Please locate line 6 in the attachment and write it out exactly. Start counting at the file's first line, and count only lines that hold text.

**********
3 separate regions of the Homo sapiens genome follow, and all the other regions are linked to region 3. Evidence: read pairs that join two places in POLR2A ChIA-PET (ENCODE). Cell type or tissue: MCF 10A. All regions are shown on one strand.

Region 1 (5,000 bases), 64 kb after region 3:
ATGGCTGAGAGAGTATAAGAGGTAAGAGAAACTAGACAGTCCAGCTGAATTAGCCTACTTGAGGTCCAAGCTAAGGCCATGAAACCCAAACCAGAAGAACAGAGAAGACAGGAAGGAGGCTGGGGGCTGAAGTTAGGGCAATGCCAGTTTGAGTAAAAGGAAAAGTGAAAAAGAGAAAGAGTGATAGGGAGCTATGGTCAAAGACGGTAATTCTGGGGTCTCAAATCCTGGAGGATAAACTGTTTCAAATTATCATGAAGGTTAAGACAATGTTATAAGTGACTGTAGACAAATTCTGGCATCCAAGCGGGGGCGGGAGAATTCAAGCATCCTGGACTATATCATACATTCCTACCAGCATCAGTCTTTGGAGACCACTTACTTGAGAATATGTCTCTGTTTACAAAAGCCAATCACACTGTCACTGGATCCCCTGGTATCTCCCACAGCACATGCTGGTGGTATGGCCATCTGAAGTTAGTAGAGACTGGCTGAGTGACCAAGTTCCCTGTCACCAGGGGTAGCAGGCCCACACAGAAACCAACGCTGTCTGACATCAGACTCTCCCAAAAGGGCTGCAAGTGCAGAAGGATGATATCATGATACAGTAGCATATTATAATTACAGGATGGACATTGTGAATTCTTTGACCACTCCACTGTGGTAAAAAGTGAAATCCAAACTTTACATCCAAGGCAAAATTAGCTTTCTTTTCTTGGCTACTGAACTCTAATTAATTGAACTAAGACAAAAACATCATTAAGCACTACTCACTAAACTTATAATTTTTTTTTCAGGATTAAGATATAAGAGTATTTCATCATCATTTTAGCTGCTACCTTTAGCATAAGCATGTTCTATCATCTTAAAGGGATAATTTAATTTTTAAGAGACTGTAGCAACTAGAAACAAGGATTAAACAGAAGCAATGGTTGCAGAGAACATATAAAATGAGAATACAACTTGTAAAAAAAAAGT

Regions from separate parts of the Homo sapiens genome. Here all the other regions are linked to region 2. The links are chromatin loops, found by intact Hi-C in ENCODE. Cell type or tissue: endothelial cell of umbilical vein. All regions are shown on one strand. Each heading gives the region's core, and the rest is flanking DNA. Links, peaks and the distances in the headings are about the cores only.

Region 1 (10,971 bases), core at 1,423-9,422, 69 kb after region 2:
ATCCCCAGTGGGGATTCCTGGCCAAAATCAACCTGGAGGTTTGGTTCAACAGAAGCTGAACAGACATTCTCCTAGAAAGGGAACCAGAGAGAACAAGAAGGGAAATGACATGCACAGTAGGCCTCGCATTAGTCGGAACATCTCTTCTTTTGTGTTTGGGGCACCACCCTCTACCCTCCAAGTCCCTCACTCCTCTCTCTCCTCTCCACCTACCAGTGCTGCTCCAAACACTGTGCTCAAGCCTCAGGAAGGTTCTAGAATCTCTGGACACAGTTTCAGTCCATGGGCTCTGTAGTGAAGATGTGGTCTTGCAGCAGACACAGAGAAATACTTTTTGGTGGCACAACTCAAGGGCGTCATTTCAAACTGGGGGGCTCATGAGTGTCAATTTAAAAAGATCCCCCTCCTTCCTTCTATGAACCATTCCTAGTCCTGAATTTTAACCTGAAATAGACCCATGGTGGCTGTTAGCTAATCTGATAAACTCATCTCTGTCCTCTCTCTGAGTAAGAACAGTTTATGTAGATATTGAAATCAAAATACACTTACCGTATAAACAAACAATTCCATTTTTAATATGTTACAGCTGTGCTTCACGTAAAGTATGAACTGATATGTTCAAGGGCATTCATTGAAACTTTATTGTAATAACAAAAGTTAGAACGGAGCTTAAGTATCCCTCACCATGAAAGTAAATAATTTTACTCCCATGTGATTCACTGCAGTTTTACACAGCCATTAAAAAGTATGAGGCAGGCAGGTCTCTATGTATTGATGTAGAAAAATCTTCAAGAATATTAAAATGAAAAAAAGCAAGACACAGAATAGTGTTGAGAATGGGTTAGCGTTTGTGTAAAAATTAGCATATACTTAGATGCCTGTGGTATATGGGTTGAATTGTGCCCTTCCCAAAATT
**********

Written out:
ATCCCCAGTGGGGATTCCTGGCCAAAATCAACCTGGAGGTTTGGTTCAACAGAAGCTGAACAGACATTCTCCTAGAAAGGGAACCAGAGAGAACAAGAAGGGAAATGACATGCACAGTAGGCCTCGCATTAGTCGGAACATCTCTTCTTTTGTGTTTGGGGCACCACCCTCTACCCTCCAAGTCCCTCACTCCTCTCTCTCCTCTCCACCTACCAGTGCTGCTCCAAACACTGTGCTCAAGCCTCAGGAAGGTTCTAGAATCTCTGGACACAGTTTCAGTCCATGGGCTCTGTAGTGAAGATGTGGTCTTGCAGCAGACACAGAGAAATACTTTTTGGTGGCACAACTCAAGGGCGTCATTTCAAACTGGGGGGCTCATGAGTGTCAATTTAAAAAGATCCCCCTCCTTCCTTCTATGAACCATTCCTAGTCCTGAATTTTAACCTGAAATAGACCCATGGTGGCTGTTAGCTAATCTGATAAACTCATCTCTGTCCTCTCTCTGAGTAAGAACAGTTTATGTAGATATTGAAATCAAAATACACTTACCGTATAAACAAACAATTCCATTTTTAATATGTTACAGCTGTGCTTCACGTAAAGTATGAACTGATATGTTCAAGGGCATTCATTGAAACTTTATTGTAATAACAAAAGTTAGAACGGAGCTTAAGTATCCCTCACCATGAAAGTAAATAATTTTACTCCCATGTGATTCACTGCAGTTTTACACAGCCATTAAAAAGTATGAGGCAGGCAGGTCTCTATGTATTGATGTAGAAAAATCTTCAAGAATATTAAAATGAAAAAAAGCAAGACACAGAATAGTGTTGAGAATGGGTTAGCGTTTGTGTAAAAATTAGCATATACTTAGATGCCTGTGGTATATGGGTTGAATTGTGCCCTTCCCAAAATT